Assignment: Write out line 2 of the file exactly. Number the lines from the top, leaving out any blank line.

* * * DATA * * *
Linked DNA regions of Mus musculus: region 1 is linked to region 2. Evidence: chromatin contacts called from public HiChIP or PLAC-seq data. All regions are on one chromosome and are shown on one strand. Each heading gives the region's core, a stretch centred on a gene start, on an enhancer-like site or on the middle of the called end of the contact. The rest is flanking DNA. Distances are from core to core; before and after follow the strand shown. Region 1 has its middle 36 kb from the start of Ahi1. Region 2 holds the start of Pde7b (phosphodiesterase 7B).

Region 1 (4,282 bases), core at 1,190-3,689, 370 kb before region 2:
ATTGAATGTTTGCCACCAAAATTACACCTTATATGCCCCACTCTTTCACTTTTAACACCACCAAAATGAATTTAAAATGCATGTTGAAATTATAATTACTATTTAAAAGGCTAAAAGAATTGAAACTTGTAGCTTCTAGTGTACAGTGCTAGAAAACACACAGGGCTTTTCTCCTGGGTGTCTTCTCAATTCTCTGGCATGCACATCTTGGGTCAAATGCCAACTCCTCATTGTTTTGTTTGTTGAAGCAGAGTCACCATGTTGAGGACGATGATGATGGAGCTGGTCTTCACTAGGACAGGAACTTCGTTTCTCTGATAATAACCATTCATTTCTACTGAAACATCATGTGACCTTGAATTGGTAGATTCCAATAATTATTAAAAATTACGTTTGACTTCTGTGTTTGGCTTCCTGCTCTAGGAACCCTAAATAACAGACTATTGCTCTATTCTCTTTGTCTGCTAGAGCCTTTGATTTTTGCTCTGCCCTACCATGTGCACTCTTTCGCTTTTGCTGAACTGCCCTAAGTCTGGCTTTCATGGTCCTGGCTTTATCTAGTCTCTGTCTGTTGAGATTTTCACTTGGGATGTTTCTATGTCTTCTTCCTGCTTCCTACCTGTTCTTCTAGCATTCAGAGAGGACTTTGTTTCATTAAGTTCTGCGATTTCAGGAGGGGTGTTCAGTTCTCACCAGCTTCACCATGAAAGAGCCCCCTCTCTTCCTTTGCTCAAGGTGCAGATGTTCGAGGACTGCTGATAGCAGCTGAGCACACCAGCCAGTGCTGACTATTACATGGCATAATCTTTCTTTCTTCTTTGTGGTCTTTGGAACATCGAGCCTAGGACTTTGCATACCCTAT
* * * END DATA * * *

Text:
Region 1 (4,282 bases), core at 1,190-3,689, 370 kb before region 2: